‘Both Fascinating and Disturbing’: Consumer Responses to 3D Food Printing and Implications for Food Activism
Digital Food Activism, edited by Tanja Schneider, Karin Eli, Catherine Dolan and Stanley Ulijaszek, by Routledge, London, Forthcoming
17 Pages Posted: 26 Jun 2016
Date Written: June 22, 2016
Fabricated food using 3D printing technologies has the potential to address challenges that have been identified by food activists and those contributing to scholarship on the politics of food. These include food sustainability, food waste, ethical consumption, environmental degradation and world hunger issues. 3D printed food is such a new phenomenon that very little research has been conducted on what members of the public make of it and how receptive they may be to the idea of consuming it. In this chapter, we draw on responses to an online discussion group with 30 Australian participants that examined these issues. The participants’ responses revealed an initial lack of knowledge about 3D printers in general and even less about 3D printed food. Once they had been introduced to some examples and asked to respond to them, a range of attitudes was expressed. These attitudes drew on longstanding cultural meanings around food, particularly those relating to ideas of ‘natural’ food, what food should look like, what matter is considered edible and the processing of this matter. Key challenges to accepting 3D printed food evident in the participants’ responses include how the technology redefines what ‘food’ is, how food should be made or manufactured and the limits of the manipulation of edible ingredients. We conclude that those who promote the concept of fabricating food with 3D printers, including activists for sustainability and ethical consumption, need to come to terms with these cultural meanings and dilemmas when they are seeking to naturalise what is perceived to be a very ‘unnatural’ way of producing edible matter.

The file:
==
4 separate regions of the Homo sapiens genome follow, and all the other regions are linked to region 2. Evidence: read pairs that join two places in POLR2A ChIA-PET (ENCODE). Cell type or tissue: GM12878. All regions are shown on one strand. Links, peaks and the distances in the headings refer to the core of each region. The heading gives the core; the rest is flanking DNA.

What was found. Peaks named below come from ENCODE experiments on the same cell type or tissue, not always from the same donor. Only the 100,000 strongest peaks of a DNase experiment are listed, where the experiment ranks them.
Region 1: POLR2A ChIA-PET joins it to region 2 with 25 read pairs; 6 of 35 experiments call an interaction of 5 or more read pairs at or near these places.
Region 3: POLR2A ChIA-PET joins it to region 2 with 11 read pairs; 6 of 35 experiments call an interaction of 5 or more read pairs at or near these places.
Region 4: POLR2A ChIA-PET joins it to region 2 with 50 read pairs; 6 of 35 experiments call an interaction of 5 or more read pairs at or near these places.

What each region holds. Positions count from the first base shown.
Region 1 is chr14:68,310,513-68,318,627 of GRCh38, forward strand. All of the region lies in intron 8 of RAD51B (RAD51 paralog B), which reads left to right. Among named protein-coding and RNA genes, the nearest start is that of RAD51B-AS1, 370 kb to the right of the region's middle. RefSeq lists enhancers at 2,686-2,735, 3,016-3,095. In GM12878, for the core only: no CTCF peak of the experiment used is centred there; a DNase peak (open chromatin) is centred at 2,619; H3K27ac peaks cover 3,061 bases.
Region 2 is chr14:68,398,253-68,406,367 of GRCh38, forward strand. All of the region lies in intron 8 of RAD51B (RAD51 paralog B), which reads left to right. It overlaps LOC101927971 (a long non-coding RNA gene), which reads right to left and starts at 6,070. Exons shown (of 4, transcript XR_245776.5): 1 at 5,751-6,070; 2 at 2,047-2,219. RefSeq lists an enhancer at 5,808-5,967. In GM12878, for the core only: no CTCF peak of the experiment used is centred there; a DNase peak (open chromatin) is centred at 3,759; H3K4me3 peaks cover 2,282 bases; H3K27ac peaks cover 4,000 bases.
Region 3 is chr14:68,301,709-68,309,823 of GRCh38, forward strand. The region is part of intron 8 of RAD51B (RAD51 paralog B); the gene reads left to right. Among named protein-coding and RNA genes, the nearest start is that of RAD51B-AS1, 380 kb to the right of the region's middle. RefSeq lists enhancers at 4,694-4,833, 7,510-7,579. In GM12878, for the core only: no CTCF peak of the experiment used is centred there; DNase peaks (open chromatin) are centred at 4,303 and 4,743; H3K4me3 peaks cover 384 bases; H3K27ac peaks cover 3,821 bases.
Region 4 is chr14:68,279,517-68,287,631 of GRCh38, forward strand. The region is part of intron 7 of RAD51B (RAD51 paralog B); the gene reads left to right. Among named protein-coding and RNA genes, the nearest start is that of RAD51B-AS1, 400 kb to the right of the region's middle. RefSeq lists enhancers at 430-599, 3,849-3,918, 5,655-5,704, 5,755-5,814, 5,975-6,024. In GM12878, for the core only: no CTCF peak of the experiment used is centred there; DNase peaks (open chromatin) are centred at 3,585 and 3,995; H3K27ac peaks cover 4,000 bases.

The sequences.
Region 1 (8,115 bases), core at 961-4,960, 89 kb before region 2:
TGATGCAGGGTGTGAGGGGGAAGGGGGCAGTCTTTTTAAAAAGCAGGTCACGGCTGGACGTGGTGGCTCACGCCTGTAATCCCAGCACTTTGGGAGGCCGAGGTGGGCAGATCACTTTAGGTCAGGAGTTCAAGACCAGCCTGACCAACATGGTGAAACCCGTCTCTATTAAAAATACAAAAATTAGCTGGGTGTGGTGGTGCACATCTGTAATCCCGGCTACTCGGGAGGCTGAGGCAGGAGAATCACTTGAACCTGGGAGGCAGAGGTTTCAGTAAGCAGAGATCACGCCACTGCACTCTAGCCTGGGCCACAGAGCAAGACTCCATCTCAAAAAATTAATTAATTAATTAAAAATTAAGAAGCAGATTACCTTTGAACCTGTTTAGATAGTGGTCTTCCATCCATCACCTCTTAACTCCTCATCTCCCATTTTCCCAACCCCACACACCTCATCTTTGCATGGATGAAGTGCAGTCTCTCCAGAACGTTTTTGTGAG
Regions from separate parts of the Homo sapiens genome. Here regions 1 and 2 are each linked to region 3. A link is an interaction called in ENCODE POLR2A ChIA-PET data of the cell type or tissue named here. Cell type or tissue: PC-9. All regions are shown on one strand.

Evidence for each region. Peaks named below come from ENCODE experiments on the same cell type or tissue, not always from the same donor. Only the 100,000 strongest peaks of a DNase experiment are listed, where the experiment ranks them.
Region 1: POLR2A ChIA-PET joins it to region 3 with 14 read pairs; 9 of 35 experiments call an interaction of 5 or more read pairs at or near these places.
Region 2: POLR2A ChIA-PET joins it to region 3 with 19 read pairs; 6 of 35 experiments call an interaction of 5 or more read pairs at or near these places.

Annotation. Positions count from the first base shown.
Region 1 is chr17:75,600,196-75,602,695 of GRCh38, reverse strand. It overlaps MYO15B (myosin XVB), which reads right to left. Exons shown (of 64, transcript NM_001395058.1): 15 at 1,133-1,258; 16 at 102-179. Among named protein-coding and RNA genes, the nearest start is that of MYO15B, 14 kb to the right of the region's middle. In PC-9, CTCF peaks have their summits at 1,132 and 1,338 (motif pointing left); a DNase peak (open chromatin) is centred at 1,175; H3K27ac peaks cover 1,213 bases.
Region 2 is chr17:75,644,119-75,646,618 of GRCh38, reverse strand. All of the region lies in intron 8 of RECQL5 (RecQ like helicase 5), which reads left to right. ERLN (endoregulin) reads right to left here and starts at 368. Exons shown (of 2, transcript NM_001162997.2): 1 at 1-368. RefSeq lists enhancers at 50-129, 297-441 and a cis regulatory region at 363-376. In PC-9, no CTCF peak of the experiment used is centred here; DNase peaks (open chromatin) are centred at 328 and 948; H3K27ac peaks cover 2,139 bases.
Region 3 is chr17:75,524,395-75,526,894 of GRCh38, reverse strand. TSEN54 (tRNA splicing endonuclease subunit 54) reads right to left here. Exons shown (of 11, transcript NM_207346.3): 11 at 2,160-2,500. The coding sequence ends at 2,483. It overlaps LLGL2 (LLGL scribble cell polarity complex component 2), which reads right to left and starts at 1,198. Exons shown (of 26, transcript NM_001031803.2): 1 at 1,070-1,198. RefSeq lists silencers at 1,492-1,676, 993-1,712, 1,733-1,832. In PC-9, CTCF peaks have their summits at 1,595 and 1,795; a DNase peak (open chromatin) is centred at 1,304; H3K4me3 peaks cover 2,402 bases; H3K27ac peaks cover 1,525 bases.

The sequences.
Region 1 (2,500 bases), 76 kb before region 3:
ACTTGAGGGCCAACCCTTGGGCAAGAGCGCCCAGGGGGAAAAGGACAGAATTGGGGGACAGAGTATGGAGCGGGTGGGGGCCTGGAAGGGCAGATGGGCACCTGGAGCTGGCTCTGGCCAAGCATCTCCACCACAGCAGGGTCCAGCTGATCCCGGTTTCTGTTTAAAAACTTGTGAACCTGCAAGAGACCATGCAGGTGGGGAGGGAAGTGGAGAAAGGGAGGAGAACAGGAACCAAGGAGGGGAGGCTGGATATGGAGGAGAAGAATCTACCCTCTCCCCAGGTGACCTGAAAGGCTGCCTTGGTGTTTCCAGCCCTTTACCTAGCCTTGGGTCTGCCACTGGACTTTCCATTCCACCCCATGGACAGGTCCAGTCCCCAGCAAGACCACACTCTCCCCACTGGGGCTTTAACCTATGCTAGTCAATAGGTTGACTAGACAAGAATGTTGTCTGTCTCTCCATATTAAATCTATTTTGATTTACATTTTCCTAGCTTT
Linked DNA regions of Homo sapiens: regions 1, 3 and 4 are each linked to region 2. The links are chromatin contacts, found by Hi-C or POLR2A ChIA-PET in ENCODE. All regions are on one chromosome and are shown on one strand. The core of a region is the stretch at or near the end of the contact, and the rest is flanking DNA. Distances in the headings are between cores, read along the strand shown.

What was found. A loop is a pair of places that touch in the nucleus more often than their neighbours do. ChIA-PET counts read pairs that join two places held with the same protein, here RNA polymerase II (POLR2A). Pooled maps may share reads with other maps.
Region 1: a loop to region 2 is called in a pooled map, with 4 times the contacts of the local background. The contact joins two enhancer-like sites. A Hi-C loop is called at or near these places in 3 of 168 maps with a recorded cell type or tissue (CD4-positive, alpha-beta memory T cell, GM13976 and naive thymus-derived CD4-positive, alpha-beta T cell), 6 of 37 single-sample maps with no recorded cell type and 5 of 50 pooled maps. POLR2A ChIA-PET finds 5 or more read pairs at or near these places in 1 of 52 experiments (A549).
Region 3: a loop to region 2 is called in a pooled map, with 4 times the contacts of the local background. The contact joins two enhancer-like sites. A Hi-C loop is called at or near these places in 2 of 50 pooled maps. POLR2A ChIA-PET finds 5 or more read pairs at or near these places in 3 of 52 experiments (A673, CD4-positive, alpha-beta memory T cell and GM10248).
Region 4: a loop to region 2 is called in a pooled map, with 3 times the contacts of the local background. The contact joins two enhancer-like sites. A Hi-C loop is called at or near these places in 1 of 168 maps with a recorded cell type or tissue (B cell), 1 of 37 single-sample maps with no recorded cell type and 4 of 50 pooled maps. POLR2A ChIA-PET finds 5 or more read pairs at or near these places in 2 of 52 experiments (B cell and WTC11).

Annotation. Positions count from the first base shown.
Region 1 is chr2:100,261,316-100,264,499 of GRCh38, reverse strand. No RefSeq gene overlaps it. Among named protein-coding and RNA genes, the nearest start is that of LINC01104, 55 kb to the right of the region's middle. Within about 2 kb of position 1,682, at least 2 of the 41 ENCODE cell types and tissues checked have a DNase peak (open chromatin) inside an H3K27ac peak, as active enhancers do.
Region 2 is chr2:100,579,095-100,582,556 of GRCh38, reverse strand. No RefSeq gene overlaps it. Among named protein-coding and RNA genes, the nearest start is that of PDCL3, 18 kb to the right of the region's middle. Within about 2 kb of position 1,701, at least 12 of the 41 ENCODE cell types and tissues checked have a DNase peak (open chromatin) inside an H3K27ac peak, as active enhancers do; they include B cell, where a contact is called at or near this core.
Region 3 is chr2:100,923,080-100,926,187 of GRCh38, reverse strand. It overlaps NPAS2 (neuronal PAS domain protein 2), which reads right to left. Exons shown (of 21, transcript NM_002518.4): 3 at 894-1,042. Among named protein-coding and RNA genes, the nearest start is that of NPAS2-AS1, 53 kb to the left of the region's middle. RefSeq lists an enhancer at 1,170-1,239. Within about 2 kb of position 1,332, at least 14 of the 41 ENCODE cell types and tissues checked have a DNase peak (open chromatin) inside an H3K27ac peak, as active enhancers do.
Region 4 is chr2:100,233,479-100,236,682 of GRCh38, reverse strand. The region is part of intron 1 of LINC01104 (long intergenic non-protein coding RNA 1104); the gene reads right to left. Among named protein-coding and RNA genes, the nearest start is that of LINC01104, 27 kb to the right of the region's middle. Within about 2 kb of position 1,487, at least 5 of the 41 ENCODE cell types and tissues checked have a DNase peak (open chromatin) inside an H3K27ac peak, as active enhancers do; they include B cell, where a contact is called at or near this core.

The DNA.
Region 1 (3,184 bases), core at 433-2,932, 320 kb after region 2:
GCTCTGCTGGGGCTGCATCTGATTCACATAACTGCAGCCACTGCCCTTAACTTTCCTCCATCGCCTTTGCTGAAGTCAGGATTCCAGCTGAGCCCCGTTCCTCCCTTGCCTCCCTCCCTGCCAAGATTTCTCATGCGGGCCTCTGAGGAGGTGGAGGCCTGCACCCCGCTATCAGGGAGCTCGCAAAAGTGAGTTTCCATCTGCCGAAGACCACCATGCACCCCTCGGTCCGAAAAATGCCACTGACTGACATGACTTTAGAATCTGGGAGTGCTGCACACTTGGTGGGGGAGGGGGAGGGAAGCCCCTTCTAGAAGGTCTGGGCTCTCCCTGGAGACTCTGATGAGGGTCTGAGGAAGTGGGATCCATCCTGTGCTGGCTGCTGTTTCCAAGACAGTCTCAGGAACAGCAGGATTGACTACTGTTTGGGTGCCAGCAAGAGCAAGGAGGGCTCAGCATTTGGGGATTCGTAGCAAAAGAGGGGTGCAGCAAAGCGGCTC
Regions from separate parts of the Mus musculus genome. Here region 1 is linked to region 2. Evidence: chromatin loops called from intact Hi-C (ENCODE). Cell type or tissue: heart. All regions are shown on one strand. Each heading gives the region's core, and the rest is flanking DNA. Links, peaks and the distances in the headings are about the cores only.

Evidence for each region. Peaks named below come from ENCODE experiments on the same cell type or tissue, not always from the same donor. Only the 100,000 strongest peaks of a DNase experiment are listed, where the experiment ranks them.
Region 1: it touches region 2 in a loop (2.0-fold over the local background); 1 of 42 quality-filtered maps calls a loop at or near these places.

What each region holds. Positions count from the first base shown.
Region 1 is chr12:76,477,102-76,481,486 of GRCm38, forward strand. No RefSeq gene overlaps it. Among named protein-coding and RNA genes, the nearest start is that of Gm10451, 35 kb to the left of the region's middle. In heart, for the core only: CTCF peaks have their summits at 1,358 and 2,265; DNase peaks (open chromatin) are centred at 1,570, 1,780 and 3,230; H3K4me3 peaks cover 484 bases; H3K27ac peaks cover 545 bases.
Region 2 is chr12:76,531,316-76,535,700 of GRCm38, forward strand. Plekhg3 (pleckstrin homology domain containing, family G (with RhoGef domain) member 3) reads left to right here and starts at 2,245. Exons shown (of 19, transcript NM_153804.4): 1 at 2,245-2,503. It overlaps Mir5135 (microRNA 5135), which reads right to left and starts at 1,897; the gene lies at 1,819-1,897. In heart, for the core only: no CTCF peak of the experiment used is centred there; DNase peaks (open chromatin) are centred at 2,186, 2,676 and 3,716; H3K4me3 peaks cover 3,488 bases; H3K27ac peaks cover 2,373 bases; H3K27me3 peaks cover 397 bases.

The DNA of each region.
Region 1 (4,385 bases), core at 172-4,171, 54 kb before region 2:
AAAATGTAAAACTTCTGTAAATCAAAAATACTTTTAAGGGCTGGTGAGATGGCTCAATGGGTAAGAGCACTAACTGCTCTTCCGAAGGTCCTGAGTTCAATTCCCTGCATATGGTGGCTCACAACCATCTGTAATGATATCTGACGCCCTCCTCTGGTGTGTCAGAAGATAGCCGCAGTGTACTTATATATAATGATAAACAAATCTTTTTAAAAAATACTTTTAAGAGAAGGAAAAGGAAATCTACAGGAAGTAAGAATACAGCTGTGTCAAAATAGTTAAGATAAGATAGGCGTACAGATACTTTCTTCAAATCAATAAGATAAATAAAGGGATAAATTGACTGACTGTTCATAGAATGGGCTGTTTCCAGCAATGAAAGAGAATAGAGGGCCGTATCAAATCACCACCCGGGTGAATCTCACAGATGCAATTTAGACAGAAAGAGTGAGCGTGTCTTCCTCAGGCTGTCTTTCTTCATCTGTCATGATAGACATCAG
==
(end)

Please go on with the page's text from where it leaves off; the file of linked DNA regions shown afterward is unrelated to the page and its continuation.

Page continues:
Keywords: 3D printing, food, consumers, food activism, environment, world hunger, sociology, attitudes, beliefs, sociocultural
Suggested Citation: Suggested Citation